PARIS (Reuters) – A French judge has ordered two branches of the Church of Scientology and seven of its leaders to stand trial for fraud, a judicial source said on Monday.
The case is the latest in a series of legal battles that have pitted the French judicial system against the Scientologists, who are viewed by the authorities as a sect.
The latest suit centers on a complaint made in 1998 by a woman who said she was enrolled into the Church by a group of people she met outside a metro station.
In the following months, she said she paid 140,000 francs (21,340 euros) to the Scientologists in exchange for “purification packs” and books.
Judge Jean-Christophe Hullin ruled that the Scientologists’ operational centers in France, its Celebrity Center and its bookstore, along with seven Church leaders should be tried for “organized fraud” and “illegally practicing as pharmacists”.
The Church of Scientology, which is registered as a religion in the United States, has denounced the case as “empty and concocted”, adding that the woman who filed the complaint had been reimbursed.
It has battled in vain for recognition as a religion in France, but has expanded its operations in recent years despite fraud convictions for local officials in Lyon in 1997 and Marseille in 1999.
The controversial Church of Scientology will be tried in a French court for “organised fraud” and seven of its members for illegally prescribing drugs, legal sources said Monday.
The charges stem from a case taken by a woman who said she paid the church more than 20,000 euros (28,000 dollars) for lessons, books, drugs and an “electrometer,” a device which the church says can measure a person’s mental state.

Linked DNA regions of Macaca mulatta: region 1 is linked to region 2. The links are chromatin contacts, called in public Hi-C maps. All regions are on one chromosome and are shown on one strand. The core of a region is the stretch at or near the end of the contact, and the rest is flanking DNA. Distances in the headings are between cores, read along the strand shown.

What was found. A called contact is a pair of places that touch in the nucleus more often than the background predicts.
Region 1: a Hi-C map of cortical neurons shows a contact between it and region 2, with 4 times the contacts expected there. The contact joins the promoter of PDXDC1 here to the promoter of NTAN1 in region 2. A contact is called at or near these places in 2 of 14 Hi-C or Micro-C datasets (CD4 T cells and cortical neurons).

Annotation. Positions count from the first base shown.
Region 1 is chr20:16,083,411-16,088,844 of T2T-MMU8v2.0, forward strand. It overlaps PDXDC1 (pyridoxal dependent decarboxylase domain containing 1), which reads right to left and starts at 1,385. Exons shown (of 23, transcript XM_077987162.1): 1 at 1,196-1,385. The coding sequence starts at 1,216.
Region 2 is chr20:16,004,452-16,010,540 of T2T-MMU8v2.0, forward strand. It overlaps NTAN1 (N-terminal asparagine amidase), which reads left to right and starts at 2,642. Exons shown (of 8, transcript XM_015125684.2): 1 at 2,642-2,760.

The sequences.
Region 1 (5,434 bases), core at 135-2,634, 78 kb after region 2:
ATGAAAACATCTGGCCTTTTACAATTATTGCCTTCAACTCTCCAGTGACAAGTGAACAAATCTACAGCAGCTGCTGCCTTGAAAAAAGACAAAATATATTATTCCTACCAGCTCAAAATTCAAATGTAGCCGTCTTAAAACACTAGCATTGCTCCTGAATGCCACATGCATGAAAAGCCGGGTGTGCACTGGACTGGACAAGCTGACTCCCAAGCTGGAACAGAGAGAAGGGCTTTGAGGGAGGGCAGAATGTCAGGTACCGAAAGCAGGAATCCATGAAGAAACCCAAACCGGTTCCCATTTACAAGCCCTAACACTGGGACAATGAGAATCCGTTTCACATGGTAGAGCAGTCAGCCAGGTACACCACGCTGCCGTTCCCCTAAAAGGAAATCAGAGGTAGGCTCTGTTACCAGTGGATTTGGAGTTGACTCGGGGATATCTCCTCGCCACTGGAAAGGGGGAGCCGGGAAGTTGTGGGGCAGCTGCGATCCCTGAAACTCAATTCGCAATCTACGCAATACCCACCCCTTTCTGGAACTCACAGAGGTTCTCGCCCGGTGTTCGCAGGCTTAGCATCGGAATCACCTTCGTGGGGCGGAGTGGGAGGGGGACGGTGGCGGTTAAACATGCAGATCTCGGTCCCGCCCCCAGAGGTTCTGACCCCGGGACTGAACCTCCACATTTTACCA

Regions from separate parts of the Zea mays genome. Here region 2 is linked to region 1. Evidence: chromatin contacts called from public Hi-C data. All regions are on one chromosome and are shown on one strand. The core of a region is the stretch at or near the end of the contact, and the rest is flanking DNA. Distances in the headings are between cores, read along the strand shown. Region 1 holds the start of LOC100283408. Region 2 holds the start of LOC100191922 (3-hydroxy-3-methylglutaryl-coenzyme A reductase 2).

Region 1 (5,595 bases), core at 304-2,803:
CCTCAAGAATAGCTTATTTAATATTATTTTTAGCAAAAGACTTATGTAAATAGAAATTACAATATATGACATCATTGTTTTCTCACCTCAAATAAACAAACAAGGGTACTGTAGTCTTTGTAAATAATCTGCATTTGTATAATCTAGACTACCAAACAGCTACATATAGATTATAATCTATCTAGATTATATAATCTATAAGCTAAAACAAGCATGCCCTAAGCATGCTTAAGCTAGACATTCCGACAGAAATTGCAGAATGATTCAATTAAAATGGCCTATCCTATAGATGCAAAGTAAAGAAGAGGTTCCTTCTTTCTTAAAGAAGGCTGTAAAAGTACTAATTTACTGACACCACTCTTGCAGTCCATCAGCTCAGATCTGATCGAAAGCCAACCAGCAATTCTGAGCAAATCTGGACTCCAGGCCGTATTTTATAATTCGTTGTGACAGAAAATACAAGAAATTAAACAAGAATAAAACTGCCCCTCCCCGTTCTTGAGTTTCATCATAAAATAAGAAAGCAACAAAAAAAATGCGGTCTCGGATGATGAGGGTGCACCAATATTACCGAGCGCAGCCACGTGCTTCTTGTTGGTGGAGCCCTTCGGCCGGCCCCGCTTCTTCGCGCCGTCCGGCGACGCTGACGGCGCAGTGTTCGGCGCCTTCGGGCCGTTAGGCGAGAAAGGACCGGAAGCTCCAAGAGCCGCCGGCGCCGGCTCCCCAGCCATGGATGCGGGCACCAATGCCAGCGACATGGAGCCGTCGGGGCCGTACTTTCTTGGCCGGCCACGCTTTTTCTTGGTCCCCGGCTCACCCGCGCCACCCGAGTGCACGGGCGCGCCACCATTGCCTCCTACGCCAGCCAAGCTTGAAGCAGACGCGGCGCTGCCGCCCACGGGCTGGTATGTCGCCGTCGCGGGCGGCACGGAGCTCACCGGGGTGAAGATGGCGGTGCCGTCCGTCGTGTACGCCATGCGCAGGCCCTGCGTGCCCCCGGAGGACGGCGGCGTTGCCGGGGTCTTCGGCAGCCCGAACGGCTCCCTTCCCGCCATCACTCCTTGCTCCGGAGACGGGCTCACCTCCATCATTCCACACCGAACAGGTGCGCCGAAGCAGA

She allegedly made the payments after being approached by Scientologists in a Paris street in 1998.
The case to be examined at a still-unknown date by the Paris court is also being taken by another plaintiff and by France’s professional pharmaceutical association.
Scientology followers are expected to contribute money to the church’s coffers and follow its courses in order to climb through the ranks.
In particular Scientologists use a spiritual healing method called Dianetics, which is designed to help alleviate unwanted sensations and emotions, irrational fears and psychosomatic illnesses.
A French parliamentary commission has classified the church as a sect.
Critics of Scientology in France and abroad accuse it of unfairly pressuring and harassing opponents, including judges, lawyers, parliamentarians and journalists who have investigated its activities.
The organisation often goes to court to raise defamation charges whenever it feels itself under attack.
In the French court case announced yesterday, Judge Jean-Christophe Hullin signed an order referring the church’s main structure in France, the ASES-Celebrity Centre, and its bookshop for “organised fraud”, legal sources said.
The ASES and the bookshop could be closed if it is convicted, according to a source close to the case.
The seven church members, including Alain Rosenberg, the manager of the ASES-Celebrity Centre, are to be tried for the “illegal exercise of pharmacy,” the legal source said.
Judge Hullin’s decision to proceed with the case went against the Paris prosecutor’s office which in September 2004 called for it to be dismissed because of insufficient evidence.
In his order, the judge found that the church had used “personality tests void of scientific value…with the sole aim of selling services or divers products.”
The 33-year old was allegedly gradually persuaded to hand over around £25,000 on books, communication and “life healing” lessons, as well as “purification packs”.
While claiming to “identify and resolve supposed psychological difficulties or favour personal development,” the judge said, the Scientologists’ “sole aim” was to “claim their fortune” by “exercising a psychological hold” over her.
In 1995, the first French Church of Scientology association was dissolved for not paying taxes after it was refused special church status. The group claims to have thousands of French members, despite fraud convictions for officials in Lyon in 1997 and Marseille in 1999. In 2003, a Paris court fined the organisation for keeping personal information on its members.